If you’ve been reading this blog for a while, you may know that I love it when the name of an organization embodies its mission. First, it just makes sense. I know exactly what to expect. Second, it’s a smart marketing move. A brand is only as good as its name. Earthwatch is a perfect example of good naming in action. It is an international non-profit organization dedicated to environmental research. With scientists, citizen activists, volunteers, students, and educators, Earthwatch works to improve scientific understanding: to monitor populations, protect threatened species and fragile habitats, and research the impacts of climate change. They use their knowledge to inspire change by working with local communities to support human populations while they protect wildlife and endangered ecosystems.
This week I’ve been exploring the interesting intersections between tourism and learning. In some cases, like Return to Freedom (the American wild horse sanctuary) and the Virgin Islands Sustainable Farm Institute, volunteer tourists learn directly through work. They help take care of animals, help with research, work on the farm, and help conceive of new sustainable projects. In other cases, like the Texas A&M Volunteer Entomology Training Program, volunteers learn in the traditional way, in the classroom. At EcoTeach, the subject of today’s article, volunteer tourists learn in a combination of ways—through wilderness expeditions (a classroom in the forest), conservation work, cultural exchange, and guided exploration.
In the future, I think we’re going to see a world full of sustainable farms. Our current techniques are unsustainable. We deplete the soil with single-crop harvests. Year after year we grow corn on the same land and each year that land loses more of its vitality and biodiversity. As the microorganisms die, flooded by artificial fertilizers and pesticides, the land becomes increasingly barren. Eventually, that land becomes infertile and we move on, abandoning one wasted farm after another until we have nothing left. Barren soil is prone to erosion from wind and rain. As the last of the life-giving dirt is lost to runoff, the farm becomes a desert. This is how we will lose our green spaces, our food, and our future, unless we start farming responsibly. The Virgin Islands Sustainable Farm Institute is doing just that.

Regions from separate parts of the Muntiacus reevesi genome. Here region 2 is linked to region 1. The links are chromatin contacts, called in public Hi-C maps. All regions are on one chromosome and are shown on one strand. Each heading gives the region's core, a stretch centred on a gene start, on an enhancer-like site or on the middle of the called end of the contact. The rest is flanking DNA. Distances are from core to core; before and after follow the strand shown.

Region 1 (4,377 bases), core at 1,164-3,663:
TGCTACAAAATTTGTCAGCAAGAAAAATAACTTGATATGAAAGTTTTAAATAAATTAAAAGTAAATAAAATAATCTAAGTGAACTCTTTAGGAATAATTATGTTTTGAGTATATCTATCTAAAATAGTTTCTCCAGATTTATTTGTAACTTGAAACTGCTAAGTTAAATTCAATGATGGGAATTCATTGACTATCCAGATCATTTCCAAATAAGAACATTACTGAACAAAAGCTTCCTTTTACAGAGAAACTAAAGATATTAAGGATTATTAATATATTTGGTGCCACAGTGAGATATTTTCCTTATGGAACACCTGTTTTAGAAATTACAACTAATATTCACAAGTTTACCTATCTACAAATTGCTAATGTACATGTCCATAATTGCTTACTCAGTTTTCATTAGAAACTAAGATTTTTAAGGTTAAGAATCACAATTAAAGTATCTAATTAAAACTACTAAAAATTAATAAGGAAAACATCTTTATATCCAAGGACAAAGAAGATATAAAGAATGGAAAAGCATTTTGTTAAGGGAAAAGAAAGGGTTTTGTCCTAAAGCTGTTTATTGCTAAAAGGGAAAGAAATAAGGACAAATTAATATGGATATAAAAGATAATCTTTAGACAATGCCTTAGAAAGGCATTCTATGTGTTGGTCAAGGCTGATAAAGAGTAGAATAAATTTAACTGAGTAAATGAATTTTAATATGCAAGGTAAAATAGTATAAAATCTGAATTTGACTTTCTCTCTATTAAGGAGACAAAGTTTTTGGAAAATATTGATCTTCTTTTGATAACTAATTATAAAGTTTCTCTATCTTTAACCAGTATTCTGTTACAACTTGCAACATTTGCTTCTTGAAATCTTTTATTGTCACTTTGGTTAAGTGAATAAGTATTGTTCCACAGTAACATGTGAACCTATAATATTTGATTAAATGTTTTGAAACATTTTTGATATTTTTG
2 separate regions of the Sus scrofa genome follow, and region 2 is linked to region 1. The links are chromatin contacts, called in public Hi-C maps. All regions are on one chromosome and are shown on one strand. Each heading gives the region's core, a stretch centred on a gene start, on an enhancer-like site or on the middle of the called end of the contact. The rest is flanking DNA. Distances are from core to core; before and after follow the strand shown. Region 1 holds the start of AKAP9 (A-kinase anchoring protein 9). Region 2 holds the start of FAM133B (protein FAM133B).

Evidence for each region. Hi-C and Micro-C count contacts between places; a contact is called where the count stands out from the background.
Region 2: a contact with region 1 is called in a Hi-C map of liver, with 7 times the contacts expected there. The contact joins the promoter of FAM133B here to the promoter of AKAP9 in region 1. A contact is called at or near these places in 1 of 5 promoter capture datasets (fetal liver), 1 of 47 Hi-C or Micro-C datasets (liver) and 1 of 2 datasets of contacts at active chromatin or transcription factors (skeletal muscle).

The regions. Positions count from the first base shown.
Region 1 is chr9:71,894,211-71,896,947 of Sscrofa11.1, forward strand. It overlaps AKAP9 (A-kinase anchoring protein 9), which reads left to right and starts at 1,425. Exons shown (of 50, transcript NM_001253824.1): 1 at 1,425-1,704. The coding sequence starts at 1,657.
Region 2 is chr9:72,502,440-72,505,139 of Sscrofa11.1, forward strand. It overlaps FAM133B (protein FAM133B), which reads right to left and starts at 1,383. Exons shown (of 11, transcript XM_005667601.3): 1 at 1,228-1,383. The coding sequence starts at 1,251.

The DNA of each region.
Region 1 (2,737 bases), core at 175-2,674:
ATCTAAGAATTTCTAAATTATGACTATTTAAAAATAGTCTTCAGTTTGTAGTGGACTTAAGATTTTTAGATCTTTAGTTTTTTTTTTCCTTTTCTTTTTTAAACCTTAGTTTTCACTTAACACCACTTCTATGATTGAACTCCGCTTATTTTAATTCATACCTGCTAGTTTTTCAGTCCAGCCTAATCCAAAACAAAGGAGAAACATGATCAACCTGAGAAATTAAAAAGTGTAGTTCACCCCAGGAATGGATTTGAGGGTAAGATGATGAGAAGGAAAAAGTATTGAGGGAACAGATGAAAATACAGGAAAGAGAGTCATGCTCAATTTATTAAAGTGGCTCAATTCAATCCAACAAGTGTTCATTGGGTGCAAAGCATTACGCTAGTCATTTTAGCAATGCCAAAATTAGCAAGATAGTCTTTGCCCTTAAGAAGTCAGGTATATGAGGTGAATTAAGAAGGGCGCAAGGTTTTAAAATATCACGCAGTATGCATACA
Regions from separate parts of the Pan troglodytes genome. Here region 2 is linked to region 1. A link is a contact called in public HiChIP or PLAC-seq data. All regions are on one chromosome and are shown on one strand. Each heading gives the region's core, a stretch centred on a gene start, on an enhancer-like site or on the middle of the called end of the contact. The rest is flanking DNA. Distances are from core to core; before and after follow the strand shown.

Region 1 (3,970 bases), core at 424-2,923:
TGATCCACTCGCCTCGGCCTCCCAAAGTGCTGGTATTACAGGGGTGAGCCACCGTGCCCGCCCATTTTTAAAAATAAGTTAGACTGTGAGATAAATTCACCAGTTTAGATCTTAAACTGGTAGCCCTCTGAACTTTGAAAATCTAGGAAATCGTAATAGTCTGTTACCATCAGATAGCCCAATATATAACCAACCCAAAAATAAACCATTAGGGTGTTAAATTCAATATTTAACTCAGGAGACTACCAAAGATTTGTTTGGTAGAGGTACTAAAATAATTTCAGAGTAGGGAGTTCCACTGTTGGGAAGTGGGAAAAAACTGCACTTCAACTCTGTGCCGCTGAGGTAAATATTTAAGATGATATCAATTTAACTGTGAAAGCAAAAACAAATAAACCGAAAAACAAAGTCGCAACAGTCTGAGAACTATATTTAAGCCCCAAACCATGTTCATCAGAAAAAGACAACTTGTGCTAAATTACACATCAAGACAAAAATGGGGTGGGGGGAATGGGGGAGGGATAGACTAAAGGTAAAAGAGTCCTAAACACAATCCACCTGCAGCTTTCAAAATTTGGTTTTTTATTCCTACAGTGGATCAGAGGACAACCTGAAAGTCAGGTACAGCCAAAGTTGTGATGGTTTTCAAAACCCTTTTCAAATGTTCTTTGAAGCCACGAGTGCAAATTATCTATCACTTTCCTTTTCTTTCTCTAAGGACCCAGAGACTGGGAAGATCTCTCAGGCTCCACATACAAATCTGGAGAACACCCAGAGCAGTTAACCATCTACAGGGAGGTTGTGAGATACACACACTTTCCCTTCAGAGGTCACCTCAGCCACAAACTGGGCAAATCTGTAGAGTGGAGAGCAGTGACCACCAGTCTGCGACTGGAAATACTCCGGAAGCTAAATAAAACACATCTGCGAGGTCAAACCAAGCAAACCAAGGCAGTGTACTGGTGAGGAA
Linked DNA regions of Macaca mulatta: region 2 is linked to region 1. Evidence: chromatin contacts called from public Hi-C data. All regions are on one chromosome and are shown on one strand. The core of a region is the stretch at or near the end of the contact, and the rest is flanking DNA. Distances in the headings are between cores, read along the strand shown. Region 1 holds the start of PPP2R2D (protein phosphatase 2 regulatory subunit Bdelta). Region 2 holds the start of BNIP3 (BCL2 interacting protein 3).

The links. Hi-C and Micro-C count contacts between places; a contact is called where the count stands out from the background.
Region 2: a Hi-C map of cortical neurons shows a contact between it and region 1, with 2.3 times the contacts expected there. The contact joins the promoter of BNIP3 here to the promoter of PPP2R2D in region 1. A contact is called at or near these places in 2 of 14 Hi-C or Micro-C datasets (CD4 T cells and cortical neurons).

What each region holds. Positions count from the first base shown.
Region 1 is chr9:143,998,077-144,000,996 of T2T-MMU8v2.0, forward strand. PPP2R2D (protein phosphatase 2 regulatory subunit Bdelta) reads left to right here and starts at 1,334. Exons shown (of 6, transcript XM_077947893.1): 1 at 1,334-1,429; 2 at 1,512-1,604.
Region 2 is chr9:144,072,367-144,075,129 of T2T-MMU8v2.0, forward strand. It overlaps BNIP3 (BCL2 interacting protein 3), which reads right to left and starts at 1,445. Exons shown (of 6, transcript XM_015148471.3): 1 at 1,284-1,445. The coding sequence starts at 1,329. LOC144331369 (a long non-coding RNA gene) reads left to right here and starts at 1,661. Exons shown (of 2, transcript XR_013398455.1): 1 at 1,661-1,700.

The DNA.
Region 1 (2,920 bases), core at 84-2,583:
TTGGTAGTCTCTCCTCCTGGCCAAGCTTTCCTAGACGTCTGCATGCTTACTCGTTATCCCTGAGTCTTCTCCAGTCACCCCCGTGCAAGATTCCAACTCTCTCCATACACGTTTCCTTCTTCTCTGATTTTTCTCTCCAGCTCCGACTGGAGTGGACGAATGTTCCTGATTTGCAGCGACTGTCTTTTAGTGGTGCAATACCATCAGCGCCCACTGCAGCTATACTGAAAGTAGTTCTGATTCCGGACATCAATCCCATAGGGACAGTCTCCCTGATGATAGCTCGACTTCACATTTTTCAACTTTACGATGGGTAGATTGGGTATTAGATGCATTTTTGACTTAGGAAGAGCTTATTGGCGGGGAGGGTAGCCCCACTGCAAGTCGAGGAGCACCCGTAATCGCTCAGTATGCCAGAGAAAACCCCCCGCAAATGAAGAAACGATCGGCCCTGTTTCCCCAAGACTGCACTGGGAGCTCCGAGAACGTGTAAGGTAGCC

I started riding horses when I was six, just a gangly little girl with eyes that were too big for my face. I cried the first time, not from fear but from pure excitement. I was overwhelmed with emotion, as only a little girl can be. I’ve always loved horses—the way they run, the strong muscles beneath their rippling flanks, the swish of their tails—and I’m not alone. I don’t know that I’ve ever met a little girl who doesn’t love them, even if she’s never seen one in person. It’s just magical that there is an animal willing to let people ride it. The relationship between people and horses is ancient. Horses are depicted in the 25,000 year-old paintings of Chauvet Cave in France. Their influence is obvious in our culture. Horses were pivotal players in our great western migration and in our most famous battles. What better animal to help teach people the value of nature and the importance of conservation than man’s age-old companion, the majestic horse?
Today’s profile doesn’t feature a volunteer company. Instead, it focuses on the other side of the volunteer/tourism binary. Reefs to Rockies is a tourism company, but they have a deeper purpose: conservation. I’m inspired by the work they’re doing. It dovetails nicely with many of the conservation-based voluntour organizations we’ve profiled and demonstrates how a purely for-profit enterprise can give back through responsible, ecologically conscious programs for travelers. I think it’s important to remember that eco-tourism is often remarkably similar to voluntourism: many of the same values and principles apply to both. Eco-tourists choose their programs because, like volunteers, they want to give back. They want their dollars to contribute to a greater good. I think the line between volunteers and eco-tourists is often a blurry one, especially when eco-tourists participate directly in conservation efforts while they travel. For many travelers interested in a vacation, eco-tours are a great way to give back while you kick back.